The default value of the incremental parameter is false (0).

If a client makes concurrent requests with the incremental parameter set to false, there is no benefit serving responses with the same urgency concurrently because the client is not going to process those responses incrementally. Serving non-incremental responses with the same urgency one by one, in the order in which those requests were generated is considered to be the best strategy.

If a client makes concurrent requests with the incremental parameter set to true, serving requests with the same urgency concurrently might be beneficial. Doing this distributes the connection bandwidth, meaning that responses take longer to complete. Incremental delivery is most useful where multiple partial responses might provide some value to clients ahead of a complete response being available.

The following example shows a request for a JPEG file with the urgency parameter set to 5 and the incremental parameter set to true.

:method = GET
:scheme = https
:authority =
:path = /image.jpg
priority = u=5, i

4.3. Defining New Parameters

When attempting to define new parameters, care must be taken so that they do not adversely interfere with prioritization performed by existing endpoints or intermediaries that do not understand the newly defined parameter. Since unknown parameters are ignored, new parameters should not change the interpretation of, or modify, the urgency (see Section 4.1) or incremental (see Section 4.2) parameters in a way that is not backwards compatible or fallback safe.

For example, if there is a need to provide more granularity than eight urgency levels, it would be possible to subdivide the range using an additional parameter. Implementations that do not recognize the parameter can safely continue to use the less granular eight levels.

Alternatively, the urgency can be augmented. For example, a graphical user agent could send a visible parameter to indicate if the resource being requested is within the viewport.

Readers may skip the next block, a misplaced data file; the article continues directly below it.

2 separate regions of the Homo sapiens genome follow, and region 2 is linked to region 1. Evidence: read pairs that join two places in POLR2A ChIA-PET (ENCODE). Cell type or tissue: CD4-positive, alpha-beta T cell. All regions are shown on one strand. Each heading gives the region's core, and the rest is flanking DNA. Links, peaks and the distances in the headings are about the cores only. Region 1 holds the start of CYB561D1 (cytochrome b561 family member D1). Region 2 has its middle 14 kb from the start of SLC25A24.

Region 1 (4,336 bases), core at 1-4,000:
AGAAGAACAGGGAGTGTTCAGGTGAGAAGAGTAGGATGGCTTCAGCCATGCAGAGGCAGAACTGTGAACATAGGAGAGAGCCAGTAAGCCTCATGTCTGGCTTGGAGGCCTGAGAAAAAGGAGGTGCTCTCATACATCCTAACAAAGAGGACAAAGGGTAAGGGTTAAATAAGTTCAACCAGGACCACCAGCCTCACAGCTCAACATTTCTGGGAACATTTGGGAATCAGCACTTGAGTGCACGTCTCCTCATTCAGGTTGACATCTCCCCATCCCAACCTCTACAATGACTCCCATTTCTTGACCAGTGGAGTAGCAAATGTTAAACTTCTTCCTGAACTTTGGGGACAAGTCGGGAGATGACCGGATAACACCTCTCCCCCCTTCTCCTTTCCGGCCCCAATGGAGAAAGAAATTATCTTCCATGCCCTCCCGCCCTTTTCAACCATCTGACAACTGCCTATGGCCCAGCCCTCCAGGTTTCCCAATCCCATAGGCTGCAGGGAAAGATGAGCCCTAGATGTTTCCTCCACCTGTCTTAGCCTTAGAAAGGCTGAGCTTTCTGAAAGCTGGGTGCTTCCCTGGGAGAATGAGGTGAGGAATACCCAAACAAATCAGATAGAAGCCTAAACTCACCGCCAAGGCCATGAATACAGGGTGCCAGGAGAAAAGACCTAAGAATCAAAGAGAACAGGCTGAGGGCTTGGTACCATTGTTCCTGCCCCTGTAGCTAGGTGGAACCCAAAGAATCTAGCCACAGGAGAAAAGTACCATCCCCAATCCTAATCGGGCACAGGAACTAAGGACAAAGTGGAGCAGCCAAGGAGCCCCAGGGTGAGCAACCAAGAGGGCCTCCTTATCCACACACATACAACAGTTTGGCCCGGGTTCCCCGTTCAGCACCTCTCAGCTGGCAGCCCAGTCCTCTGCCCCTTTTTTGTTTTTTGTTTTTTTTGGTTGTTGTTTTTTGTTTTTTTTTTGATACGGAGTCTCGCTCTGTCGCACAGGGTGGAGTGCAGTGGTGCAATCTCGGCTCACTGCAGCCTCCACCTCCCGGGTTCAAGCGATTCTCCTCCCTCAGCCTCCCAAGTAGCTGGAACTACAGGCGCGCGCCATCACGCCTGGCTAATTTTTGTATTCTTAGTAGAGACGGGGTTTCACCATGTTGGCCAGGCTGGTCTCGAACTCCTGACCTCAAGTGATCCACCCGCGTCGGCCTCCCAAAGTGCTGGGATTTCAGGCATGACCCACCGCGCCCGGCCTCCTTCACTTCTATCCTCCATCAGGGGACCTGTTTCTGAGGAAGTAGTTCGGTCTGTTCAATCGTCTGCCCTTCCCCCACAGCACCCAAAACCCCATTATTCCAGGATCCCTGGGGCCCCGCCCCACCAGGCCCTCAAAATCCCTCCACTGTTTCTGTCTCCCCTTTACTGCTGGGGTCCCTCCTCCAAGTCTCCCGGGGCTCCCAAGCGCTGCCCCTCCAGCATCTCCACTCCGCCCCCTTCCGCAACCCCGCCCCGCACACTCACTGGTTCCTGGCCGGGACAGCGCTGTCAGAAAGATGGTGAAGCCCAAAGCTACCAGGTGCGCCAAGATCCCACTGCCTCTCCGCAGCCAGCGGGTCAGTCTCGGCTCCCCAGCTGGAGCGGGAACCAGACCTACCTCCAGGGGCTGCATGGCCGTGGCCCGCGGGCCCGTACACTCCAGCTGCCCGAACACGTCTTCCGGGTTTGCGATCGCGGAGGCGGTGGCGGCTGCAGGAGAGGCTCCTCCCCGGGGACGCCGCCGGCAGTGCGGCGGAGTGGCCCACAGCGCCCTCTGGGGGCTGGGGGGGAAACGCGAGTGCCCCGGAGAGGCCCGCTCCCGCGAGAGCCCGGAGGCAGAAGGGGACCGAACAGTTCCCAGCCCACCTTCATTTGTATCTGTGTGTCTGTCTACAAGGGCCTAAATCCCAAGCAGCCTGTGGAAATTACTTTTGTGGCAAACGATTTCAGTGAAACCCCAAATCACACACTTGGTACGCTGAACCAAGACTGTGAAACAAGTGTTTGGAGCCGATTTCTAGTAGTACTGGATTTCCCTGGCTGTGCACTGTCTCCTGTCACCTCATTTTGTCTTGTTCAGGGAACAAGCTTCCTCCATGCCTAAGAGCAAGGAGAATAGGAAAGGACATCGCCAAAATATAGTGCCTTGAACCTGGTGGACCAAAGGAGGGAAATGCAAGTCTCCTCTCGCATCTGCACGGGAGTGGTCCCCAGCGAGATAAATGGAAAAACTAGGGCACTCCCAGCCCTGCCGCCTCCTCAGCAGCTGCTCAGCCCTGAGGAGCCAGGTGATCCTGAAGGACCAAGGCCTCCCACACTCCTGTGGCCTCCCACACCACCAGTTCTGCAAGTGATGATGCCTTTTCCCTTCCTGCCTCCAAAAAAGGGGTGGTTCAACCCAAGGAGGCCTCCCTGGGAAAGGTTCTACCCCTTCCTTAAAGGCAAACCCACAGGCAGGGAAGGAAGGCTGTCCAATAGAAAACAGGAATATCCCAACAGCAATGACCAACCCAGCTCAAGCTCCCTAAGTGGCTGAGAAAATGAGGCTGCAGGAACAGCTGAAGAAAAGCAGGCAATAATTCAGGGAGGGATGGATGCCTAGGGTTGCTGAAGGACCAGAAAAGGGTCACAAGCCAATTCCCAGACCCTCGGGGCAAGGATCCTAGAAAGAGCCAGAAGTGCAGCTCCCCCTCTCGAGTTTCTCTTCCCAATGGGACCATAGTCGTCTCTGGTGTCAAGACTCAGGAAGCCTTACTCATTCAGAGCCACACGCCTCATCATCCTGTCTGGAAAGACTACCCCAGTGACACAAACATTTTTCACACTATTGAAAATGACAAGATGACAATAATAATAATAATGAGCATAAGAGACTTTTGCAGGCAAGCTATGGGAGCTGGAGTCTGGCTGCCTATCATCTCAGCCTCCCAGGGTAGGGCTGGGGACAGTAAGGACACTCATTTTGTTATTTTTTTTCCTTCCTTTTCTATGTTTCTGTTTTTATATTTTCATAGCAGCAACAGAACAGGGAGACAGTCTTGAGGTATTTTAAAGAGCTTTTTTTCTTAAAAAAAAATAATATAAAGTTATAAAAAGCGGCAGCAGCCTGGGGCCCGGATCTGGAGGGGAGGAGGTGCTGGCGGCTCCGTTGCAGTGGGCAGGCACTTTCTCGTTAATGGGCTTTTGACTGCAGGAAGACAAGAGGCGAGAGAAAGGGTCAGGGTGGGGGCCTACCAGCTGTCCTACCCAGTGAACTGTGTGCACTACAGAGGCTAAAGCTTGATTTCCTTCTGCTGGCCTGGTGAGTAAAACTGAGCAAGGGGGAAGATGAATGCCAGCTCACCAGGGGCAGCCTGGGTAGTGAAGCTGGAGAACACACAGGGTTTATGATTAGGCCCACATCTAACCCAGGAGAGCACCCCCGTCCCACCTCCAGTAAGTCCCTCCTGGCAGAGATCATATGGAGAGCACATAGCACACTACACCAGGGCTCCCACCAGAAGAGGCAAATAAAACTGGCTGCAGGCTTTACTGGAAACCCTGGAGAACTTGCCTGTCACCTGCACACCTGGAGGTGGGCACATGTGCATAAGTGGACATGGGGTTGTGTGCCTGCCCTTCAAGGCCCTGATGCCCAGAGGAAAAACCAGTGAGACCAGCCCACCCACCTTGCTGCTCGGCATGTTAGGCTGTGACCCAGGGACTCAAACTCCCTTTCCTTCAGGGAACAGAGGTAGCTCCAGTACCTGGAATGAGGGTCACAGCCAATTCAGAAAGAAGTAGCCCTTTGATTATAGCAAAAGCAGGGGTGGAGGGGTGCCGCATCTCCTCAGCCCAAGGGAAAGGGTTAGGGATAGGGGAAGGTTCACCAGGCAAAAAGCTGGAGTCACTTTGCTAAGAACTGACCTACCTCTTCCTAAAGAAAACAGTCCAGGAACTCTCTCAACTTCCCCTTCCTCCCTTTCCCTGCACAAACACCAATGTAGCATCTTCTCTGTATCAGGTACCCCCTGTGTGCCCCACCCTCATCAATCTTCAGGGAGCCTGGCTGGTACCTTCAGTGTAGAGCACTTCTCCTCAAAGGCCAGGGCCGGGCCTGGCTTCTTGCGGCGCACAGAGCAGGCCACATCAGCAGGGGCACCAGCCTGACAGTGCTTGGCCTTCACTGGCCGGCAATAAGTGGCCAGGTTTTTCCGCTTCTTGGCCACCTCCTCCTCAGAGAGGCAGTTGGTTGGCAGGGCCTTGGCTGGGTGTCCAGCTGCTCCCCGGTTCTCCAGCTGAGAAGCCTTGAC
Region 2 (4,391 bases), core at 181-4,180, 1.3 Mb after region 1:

Generic parameters are preferred over vendor-specific, application-specific or deployment-specific values. If a generic value cannot be agreed upon in the community, the parameter's name should be correspondingly specific (e.g., with a prefix that identifies the vendor, application or deployment).

4.3.1. Registration

New Priority parameters can be defined by registering them in the HTTP Priority Parameters Registry. The registry governs the keys (short textual strings) used in Structured Fields Dictionary (see Section 3.2 of [STRUCTURED-FIELDS]). Since each HTTP request can have associated priority signals, there is value in having short key lengths, especially single-character strings. In order to encourage extension while avoiding unintended conflict among attractive key values, the HTTP Priority Parameters Registry operates two registration policies depending on key length.

  • Registration requests for parameters with a key length of one use the Specification Required policy, as per Section 4.6 of [RFC8126].
  • Registration requests for parameters with a key length greater than one use the Expert Review policy, as per Section 4.5 of [RFC8126]. A specification document is appreciated, but not required.

When reviewing registration requests, the designated expert(s) can consider the additional guidance provided in Section 4.3 but cannot use it as a basis for rejection.

Registration requests should use the following template:


[a name for the Priority Parameter that matches key]


[a description of the parameter semantics and value]


[to a specification defining this parameter]

See the registry at for details on where to send registration requests.

5. The Priority HTTP Header Field

The Priority HTTP header field carries priority parameters Section 4. It can appear in requests and responses. It is an end-to-end signal of the request priority from the client or the response priority from the server. Section 8 describes how intermediaries can combine the priority information from client requests and server responses to correct or amend the precedence. Clients cannot interpret the appearance or omission of a Priority response header as acknowledgement that any prioritization has occurred. Guidance for how endpoints can act on Priority header values is given in Section 10 and Section 9.

Priority is a Dictionary (Section 3.2 of [STRUCTURED-FIELDS]):

Priority   = sf-dictionary

As is the ordinary case for HTTP caching [CACHING], a response with a Priority header field might be cached and re-used for subsequent requests. When an origin server generates the Priority response header field based on properties of an HTTP request it receives, the server is expected to control the cacheability or the applicability of the cached response, by using header fields that control the caching behavior (e.g., Cache-Control, Vary).